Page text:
On September 15, 1981, the Hon. Onofre D. Corpuz, then Minister of Education & Culture, approved the change in name of the school to Don Alejandro Roces Sr. Vocational High School in response to the felt need of the time: The government’s thrust on total manpower development and in response to the clamor of the city government to have a vocational high school in Quezon City. This move made the school special on account of its curricular offerings.
A new phase in the development of the school took place when the former principal, Cresencio M. Viernes, spearheaded the conversion to a Science-Technology High School. On August 8, 2000, Don Alejandro Roces Sr. Vocational High School was officially converted to Don Alejandro Roces Sr. Science-Technology High School through Ordinance No. SP-929, s. 2000.
Admission to DARSSTHS is through a competitive entrance examination. The screening consists of tests in Verbal, Abstract Reasoning, English, Science, and Mathematics. To be eligible for admission, applicants must have at least a grade of 85% in major subjects (English, Science and Math) and at least 83% in minor subjects in Grade V and VI. Successful applicants must belong in the top 400 examinees. The third and final stage of the process is an interview.
- Principal: Dr. Eladio H. Escolano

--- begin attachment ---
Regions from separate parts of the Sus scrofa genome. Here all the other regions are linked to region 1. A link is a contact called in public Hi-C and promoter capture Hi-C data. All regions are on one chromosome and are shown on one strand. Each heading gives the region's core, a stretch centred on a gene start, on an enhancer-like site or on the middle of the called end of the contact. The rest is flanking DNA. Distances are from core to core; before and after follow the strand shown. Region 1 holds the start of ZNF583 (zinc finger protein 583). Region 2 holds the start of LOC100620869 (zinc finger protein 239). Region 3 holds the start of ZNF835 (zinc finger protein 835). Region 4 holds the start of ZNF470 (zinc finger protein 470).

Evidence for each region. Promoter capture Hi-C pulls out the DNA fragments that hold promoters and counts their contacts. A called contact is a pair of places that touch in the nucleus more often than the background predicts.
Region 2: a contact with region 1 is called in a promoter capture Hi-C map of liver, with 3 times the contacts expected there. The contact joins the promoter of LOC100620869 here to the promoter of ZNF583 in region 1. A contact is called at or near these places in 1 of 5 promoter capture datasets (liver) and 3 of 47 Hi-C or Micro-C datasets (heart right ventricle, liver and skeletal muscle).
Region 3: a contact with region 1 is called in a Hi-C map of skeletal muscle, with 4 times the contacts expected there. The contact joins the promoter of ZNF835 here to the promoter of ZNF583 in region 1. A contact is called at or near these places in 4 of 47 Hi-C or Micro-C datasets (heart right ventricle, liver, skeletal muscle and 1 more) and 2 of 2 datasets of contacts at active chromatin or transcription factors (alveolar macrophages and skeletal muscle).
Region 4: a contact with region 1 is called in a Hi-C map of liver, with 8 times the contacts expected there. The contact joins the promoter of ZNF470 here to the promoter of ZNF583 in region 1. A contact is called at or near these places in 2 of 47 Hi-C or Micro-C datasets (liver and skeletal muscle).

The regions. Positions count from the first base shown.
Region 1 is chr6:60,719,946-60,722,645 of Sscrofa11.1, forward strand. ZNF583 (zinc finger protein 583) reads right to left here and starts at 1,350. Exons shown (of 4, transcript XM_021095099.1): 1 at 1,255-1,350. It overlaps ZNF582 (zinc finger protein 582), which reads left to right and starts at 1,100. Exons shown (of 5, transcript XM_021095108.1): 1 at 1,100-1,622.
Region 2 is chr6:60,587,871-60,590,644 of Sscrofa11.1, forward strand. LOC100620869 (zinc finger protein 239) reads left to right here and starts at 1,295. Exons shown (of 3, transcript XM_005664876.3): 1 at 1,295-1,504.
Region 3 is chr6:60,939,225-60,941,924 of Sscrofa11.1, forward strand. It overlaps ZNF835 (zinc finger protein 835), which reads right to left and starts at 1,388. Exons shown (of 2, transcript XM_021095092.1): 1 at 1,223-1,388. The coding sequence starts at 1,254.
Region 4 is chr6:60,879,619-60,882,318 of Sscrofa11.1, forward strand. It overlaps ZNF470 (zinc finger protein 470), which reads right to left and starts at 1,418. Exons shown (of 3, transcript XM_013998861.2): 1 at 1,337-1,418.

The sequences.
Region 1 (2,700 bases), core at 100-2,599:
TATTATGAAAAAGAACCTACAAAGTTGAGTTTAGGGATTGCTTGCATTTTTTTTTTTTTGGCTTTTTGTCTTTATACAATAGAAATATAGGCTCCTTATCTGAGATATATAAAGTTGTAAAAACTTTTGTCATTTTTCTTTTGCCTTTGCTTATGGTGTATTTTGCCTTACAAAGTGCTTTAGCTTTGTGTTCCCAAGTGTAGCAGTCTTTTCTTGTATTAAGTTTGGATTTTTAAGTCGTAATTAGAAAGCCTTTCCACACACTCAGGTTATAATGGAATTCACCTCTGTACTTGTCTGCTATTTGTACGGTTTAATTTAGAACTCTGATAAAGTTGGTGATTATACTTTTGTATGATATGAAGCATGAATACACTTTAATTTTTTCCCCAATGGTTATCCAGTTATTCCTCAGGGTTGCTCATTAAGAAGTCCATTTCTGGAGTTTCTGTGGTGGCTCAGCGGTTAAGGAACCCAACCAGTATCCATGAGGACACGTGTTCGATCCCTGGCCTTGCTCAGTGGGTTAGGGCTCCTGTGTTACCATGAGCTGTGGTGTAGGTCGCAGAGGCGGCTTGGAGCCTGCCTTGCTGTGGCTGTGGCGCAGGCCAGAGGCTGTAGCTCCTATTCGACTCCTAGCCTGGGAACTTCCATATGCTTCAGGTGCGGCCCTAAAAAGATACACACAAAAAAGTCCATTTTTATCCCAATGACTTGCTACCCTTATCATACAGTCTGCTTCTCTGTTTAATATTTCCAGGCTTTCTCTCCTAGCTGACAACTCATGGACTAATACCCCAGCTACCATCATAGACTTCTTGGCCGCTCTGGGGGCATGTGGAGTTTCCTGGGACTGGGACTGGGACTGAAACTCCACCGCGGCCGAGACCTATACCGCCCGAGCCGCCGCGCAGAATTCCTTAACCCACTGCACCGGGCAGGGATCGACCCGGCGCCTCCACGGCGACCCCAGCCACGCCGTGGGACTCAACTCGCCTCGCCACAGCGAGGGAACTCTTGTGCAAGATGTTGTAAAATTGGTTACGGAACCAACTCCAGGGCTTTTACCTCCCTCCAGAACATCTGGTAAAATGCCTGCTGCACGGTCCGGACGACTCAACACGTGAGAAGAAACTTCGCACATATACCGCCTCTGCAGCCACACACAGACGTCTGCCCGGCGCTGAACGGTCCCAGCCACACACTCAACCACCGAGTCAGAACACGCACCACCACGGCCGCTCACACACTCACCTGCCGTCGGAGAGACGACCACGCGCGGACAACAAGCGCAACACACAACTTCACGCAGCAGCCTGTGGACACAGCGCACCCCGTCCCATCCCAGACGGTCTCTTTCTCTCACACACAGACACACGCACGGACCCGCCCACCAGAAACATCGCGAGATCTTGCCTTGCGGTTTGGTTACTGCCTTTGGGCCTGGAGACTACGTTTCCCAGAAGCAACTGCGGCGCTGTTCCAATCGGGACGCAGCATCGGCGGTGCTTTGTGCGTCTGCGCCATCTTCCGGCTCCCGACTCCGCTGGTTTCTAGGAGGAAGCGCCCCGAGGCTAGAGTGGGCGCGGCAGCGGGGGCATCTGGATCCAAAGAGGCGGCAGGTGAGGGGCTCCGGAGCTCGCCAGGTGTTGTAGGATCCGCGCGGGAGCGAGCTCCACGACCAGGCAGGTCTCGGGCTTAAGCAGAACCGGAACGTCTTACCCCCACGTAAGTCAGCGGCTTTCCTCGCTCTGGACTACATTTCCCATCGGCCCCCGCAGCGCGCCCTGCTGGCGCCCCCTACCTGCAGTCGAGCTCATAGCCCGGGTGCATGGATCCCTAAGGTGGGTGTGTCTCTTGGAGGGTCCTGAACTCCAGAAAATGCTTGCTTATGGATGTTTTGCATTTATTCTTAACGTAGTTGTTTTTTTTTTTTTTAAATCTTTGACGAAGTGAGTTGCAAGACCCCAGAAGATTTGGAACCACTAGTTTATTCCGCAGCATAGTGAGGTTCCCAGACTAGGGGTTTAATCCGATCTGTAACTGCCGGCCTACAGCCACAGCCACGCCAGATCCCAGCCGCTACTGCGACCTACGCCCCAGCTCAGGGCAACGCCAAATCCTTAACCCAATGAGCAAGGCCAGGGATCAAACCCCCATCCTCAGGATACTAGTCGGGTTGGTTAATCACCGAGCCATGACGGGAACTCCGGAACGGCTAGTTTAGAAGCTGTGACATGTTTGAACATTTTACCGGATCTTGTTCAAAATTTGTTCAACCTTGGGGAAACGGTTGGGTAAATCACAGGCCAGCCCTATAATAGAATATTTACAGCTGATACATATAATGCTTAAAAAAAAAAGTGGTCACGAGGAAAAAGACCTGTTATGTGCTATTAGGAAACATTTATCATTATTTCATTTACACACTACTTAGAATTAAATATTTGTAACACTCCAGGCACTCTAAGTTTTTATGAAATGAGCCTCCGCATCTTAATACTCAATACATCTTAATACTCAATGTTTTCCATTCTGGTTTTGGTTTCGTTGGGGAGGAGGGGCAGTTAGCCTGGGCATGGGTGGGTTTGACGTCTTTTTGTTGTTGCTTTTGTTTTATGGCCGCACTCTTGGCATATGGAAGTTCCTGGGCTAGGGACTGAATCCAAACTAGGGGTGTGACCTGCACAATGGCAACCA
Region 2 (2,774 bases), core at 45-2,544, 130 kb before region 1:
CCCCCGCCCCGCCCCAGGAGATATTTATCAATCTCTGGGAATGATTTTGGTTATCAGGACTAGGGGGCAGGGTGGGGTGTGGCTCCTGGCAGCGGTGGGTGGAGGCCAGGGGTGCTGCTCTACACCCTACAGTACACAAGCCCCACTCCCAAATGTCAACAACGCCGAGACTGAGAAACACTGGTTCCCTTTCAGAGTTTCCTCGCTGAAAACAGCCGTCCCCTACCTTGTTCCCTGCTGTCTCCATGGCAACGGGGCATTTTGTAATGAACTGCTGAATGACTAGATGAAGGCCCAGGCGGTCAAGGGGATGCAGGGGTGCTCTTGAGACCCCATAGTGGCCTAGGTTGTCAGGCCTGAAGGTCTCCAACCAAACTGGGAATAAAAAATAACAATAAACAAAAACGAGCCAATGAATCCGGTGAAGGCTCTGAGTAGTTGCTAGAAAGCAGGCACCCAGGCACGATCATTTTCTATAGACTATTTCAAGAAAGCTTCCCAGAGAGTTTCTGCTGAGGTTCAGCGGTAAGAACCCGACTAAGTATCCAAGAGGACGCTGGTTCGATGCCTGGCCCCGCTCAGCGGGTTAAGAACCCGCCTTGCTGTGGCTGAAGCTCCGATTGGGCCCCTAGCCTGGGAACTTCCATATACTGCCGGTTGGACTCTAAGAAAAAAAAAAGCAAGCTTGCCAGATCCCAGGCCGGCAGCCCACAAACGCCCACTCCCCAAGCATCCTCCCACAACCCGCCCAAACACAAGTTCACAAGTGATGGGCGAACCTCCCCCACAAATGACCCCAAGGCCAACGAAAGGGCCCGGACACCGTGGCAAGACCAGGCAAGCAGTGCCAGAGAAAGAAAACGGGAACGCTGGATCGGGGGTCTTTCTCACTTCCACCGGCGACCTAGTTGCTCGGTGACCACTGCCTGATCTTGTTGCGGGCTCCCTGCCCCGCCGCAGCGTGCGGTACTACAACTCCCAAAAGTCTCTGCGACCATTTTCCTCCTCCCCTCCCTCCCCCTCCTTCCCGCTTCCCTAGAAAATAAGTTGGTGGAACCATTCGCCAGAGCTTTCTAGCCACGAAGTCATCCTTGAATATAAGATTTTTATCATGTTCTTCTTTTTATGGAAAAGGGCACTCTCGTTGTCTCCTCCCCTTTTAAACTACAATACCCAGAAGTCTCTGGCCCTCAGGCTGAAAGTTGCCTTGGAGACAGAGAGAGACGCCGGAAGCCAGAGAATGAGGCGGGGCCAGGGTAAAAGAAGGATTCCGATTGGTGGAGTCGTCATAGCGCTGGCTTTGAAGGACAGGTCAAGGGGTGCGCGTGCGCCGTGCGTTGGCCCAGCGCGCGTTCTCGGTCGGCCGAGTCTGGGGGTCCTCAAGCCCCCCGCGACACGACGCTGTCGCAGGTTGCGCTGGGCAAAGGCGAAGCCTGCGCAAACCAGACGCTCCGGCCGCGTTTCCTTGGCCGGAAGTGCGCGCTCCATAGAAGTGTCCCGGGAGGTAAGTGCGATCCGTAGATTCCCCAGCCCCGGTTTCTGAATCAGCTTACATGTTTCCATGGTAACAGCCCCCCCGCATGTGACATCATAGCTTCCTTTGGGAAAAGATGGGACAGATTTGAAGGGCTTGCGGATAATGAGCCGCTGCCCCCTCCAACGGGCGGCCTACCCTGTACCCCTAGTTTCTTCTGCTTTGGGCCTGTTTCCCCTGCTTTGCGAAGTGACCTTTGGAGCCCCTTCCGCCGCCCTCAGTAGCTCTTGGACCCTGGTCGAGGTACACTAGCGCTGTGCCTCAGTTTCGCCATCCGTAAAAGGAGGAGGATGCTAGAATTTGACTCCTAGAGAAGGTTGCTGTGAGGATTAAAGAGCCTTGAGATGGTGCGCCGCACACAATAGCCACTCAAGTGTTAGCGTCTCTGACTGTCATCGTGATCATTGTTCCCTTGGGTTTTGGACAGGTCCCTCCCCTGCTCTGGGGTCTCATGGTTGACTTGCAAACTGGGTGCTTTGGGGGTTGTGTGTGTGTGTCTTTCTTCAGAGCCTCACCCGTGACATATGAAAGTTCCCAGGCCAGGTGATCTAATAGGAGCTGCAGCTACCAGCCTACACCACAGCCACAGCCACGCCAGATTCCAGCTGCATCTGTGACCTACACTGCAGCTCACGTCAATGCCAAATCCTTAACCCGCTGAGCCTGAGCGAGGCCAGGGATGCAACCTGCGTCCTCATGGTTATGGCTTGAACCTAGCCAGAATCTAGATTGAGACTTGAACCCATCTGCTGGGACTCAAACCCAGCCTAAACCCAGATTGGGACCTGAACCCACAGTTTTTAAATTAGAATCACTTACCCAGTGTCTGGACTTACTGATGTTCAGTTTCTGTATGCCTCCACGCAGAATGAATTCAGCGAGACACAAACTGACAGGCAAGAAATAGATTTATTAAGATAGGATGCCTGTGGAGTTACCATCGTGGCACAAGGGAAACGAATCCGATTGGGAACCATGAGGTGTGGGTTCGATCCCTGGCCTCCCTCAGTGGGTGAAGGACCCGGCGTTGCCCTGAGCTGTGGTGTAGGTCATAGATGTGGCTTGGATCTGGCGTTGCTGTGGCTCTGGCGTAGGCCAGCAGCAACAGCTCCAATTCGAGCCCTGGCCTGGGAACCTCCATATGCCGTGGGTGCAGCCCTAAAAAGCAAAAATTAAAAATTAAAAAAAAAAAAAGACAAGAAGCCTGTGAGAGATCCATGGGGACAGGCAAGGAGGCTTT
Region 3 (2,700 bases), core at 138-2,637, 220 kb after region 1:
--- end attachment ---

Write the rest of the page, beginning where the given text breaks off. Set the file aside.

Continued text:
- ASTP for Administration and Science Department: Portia M. Ballesteros
- ASTP for Supervision and AP Department: Aida H. Pilapil
- Mathematics Department: Ferdinand C. Noble
- English Department: Gina Labor-Obierna
- Filipino Department: Gina A. Basilides
- MAPEH Department: Arnaldo Tapel
- Values Department: Margie N. Zacarias
- Tech-Voc Education Department: Nelson P. Hernandez
The Adopt-A-Scholar Program is a collaborative outreach program of the school and benevolent individuals, corporations, foundations and organizations. It aims to provide financial assistance to economically disadvantaged students who are performing well in school.
The beneficiary must:
- Belong to the upper 25% of his class;
- Maintain an average rating of at least 85% and has no grade lower than 80%;
- Belong to a family that earns not more than Php6,000 per month; and
- Show commendable moral and spiritual behavior.
The benefactor can be anyone who is willing to provide financial to his/her beneficiary for at least one year for the following:
- Transportation allowance;
- Instructional materials allowance; and
- School projects allowance.
The assistance amounts to at least Php300,000/year. The committee will give it to the scholar weekly (Php75/wk).
The Scholarship Committee is composed of five selfless teachers headed by the principal. Their duties include the following:
- Develop policies of the program;
- Screen beneficiaries;
- Look for benefactors;
- Match the beneficiaries and benefactors;
- Raise and disburse funds; and
- Prepare liquidation reports to benefactors annually.